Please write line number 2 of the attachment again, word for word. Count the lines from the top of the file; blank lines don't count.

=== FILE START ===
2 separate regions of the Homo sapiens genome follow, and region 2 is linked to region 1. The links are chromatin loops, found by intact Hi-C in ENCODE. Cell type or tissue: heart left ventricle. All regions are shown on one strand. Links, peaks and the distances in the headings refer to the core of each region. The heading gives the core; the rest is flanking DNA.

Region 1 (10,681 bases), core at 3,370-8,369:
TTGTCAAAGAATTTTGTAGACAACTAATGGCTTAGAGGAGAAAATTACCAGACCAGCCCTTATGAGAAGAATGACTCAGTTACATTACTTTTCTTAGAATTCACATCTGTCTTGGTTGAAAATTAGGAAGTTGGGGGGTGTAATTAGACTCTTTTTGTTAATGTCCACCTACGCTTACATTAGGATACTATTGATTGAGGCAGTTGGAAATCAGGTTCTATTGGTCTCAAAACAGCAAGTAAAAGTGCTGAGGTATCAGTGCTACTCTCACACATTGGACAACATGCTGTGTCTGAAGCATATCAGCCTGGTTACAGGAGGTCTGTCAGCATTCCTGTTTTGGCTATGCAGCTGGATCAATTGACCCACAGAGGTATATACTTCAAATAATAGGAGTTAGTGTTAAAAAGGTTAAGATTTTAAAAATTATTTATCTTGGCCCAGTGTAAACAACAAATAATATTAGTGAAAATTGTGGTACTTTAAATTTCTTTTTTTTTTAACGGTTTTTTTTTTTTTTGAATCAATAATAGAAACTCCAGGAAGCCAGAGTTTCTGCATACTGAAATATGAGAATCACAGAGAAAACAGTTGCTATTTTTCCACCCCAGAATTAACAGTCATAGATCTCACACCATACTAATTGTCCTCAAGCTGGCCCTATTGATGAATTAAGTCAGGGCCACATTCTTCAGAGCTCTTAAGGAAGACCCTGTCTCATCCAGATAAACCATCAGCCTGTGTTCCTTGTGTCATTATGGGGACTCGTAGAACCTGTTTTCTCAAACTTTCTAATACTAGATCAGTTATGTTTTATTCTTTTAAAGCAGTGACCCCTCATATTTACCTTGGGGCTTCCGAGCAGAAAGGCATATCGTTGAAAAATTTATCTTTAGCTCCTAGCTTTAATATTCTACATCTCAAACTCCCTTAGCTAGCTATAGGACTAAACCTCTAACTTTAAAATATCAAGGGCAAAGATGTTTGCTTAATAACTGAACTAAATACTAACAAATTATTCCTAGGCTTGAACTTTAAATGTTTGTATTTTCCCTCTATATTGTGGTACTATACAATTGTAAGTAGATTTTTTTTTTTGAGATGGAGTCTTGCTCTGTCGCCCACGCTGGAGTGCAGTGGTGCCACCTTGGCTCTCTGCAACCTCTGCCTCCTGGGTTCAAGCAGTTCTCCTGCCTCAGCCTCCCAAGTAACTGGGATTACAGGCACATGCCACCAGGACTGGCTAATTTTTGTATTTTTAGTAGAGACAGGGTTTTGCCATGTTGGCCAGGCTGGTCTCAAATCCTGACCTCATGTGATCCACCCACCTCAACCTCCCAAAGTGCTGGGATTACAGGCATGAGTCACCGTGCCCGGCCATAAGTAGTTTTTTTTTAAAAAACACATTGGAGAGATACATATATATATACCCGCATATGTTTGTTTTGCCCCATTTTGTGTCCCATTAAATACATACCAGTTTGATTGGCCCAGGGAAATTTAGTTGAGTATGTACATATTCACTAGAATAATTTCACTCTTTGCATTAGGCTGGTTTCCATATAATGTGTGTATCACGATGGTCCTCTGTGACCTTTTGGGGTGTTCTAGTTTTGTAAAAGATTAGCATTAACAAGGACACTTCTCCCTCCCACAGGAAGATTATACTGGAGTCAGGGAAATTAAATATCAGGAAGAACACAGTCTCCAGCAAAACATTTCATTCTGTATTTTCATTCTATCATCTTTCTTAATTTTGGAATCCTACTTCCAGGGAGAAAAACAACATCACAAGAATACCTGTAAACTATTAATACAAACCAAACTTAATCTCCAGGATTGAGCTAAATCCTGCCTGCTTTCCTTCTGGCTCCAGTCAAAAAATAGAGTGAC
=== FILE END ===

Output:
Region 1 (10,681 bases), core at 3,370-8,369: